Andrew Bujalski - Computer Chess
Jaime Grijalba - Contributing writer
It's pretty obvious that I think Wong Kar Wai is the better director of the year, but since I like to divide up the votes, I prefer to give it to the director of my second favorite film of the year. Bujalski directs this with his eyes, arms and feet in many places at the same time, one on conventional television programs, journalism, mumblecore, horror low budget and experimental cinema, all these things and styles combined into one, making what is probably the best visual experience that there's been in a long time from American cinema. Gravity, sod off, Computer Chess is the visual experience of the year... after The Grandmaster, of course.
Anurag Kashyap - Ugly
J Hurtado - Contributing writer
Bong Joon-ho - Snowpiercer
Pierce Conran - Contributing writer
What can I say? The man's my favorite working director and he's knocked it out of the park again. Bong's control of all the film's elements, particularly one as ambitious as this one, is masterful. The assembly of some of the scenes, such as the beginning of the revolt, is electric. It's sad that we have to wait a few more years for his next one...
Bruno Dumont - Camille Claudel 1915
Patrick Holzapfel - Contributing writer
Harmony Korine - Spring Breakers
Joshua Chaplinsky - Contributing writer
Stylistically, Spring Breakers has a lot in common with Upstream Color, which might explain why both are so high on my year-end list. This film is a huge leap ahead, technically, for Harmony Korine, who utilized Malick-like montages, repetition, and temporal overlapping to turn a straightforward After School Special into a neon tone poem of excess. Punch me in the face for using this word, but bravura filmmaking from the maturing enfant terrible.
Joanna Hogg - Exhibition
Ben Umstead - East Coast Editor
Cutting her teeth on British TV in the 90s and two family dramas featuring a pre-Loki Tom Hiddleston, Hogg's third feature is her most extreme and radical abstraction of realism, British isolation and classism yet. In the upscale house that most of Exhibition takes place in, and with the artist couple it exclusivly focuses on, Hogg creates a visual symmetry inspired just as much by architecture as from cinema, which acts as a clear path to... well, ambiguity and uncertainty. Call it Antonioni via chamber drama, Exhibition solidifies Hogg as one of the most fascinating directors working today.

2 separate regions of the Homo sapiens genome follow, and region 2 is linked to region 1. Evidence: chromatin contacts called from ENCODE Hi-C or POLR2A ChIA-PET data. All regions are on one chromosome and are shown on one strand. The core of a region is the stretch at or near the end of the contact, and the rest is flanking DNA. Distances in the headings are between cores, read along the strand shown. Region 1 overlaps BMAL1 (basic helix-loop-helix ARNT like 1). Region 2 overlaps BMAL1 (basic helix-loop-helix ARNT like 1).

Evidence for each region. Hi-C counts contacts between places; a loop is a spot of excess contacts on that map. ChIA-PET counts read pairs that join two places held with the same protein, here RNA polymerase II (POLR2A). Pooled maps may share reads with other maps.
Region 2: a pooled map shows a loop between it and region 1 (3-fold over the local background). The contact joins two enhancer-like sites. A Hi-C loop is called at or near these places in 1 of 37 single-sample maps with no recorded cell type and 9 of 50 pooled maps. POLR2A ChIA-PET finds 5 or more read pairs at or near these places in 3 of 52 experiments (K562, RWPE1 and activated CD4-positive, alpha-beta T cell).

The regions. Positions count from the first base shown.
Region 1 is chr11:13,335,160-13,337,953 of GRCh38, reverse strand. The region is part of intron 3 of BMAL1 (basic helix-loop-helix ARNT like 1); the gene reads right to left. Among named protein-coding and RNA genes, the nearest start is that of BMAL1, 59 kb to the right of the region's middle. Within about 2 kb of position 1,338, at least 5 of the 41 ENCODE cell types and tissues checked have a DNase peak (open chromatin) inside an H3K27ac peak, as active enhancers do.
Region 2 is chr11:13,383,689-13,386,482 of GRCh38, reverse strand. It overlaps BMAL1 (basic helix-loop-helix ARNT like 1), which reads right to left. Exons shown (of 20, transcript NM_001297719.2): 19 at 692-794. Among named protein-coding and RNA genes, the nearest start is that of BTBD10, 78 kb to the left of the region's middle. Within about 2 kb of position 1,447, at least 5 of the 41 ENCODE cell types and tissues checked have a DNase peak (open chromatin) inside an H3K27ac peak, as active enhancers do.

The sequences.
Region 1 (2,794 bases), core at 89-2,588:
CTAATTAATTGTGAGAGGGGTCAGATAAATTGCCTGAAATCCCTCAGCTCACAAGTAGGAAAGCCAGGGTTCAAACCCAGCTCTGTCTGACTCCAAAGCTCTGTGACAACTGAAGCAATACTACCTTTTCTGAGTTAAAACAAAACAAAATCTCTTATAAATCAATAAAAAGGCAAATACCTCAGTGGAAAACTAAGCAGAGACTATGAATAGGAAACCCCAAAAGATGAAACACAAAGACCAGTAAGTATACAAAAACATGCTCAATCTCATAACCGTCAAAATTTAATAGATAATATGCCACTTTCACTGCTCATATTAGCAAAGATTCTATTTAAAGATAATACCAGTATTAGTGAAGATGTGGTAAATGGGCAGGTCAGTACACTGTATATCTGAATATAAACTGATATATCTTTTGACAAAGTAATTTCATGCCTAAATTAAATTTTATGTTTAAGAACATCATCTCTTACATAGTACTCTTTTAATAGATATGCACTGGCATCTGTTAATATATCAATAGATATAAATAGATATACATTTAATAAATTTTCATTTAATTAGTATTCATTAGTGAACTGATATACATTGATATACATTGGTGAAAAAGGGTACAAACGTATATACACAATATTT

Jonathan Glazer - Under The Skin
Kurt Halfyard - Contributing writer
Along with P.T. Anderson, who doesn't have a film out this year, Glazer is one of the best directors working in the medium today.
Martin Scorsese - The Wolf Of Wall Street
Peter Martin - Managing Editor
Audacious work by an old master matches the debauchery and wicked excess of a deluded criminal.
Matsumoto Hitoshi - R100
Todd Brown - Founder & Editor
There's nobody else in the world quite like him. And he made me eat my shirt.
Park Chan-wook - Stoker
Eric Ortiz Garcia - Contributing writer
One of the best looking films of the year, with impressive cinematic language.
Scott McGehee and David Siegel - What Maisie Knew
Jim Tudor - Contributing writer
Ulrich Siedl - Paradise Trilogy
Dustin Chang - Contributing writer
Even after watching most of his films and interviewing this soft spoken, mild mannered Austrian, I have no clue how on earth Seidl manages to make Marlon Brandos out of mostly non-actors in his films. He mercilessly(?) drags them down through shame, indignity and often physical danger. The trilogy makes von Trier's films look like skool plays in comparison.
Wong Kar Wai - The Grandmaster
Niels Matthijs - Contributing writer
The story might be a little cut up (understatement), but I was in constant awe when watching Wong's The Grandmaster.